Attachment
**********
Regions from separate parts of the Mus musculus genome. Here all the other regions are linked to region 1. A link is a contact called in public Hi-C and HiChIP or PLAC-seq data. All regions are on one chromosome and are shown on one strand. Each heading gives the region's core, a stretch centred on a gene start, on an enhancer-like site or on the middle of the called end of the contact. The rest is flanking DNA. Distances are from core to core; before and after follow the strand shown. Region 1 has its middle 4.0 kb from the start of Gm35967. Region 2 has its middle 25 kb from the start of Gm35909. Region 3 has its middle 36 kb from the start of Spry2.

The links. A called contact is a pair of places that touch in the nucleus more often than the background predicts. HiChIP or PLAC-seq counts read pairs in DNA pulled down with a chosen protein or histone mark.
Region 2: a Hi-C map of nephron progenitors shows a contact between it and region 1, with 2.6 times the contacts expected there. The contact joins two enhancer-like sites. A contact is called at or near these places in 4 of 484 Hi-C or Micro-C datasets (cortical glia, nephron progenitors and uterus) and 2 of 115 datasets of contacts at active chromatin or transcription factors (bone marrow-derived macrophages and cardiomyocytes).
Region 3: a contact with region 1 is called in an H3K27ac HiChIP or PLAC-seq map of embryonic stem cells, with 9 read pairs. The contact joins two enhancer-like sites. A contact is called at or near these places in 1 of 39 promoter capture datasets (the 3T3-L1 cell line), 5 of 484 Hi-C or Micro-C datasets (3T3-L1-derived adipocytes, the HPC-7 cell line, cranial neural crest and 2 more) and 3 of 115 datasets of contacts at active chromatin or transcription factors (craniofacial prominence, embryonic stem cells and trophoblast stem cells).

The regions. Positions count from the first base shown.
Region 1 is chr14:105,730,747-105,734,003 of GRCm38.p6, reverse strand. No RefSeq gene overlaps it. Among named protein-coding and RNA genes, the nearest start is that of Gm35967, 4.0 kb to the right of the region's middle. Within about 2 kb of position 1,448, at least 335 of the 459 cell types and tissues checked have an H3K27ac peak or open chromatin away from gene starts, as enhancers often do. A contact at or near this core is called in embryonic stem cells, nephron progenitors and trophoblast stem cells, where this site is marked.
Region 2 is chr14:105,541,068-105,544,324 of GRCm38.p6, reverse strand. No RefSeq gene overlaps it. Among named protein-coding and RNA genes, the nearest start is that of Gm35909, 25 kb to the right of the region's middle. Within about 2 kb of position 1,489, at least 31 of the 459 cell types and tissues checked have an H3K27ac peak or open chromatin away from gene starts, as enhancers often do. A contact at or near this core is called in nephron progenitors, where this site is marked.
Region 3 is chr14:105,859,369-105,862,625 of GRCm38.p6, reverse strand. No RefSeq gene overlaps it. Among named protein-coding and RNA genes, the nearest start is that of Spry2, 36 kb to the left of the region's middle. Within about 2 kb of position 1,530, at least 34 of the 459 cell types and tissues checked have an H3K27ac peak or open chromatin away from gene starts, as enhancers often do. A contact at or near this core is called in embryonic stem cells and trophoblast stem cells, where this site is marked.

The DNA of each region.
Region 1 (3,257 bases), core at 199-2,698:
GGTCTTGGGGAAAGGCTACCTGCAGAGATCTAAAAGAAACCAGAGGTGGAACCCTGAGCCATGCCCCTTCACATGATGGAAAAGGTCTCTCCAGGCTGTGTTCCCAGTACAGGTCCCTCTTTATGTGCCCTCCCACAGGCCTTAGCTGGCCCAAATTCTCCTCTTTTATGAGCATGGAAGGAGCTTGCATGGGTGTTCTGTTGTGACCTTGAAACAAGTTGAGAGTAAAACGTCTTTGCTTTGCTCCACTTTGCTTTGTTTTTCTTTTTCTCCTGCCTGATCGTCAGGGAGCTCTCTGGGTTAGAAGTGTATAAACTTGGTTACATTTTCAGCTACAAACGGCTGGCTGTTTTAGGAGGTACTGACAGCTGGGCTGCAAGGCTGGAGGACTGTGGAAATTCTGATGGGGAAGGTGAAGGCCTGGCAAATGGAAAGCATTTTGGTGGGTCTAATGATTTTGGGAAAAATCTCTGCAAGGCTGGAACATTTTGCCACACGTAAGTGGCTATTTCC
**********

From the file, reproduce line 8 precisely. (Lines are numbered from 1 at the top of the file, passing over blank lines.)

Region 3 is chr14:105,859,369-105,862,625 of GRCm38.p6, reverse strand. No RefSeq gene overlaps it. Among named protein-coding and RNA genes, the nearest start is that of Spry2, 36 kb to the left of the region's middle. Within about 2 kb of position 1,530, at least 34 of the 459 cell types and tissues checked have an H3K27ac peak or open chromatin away from gene starts, as enhancers often do. A contact at or near this core is called in embryonic stem cells and trophoblast stem cells, where this site is marked.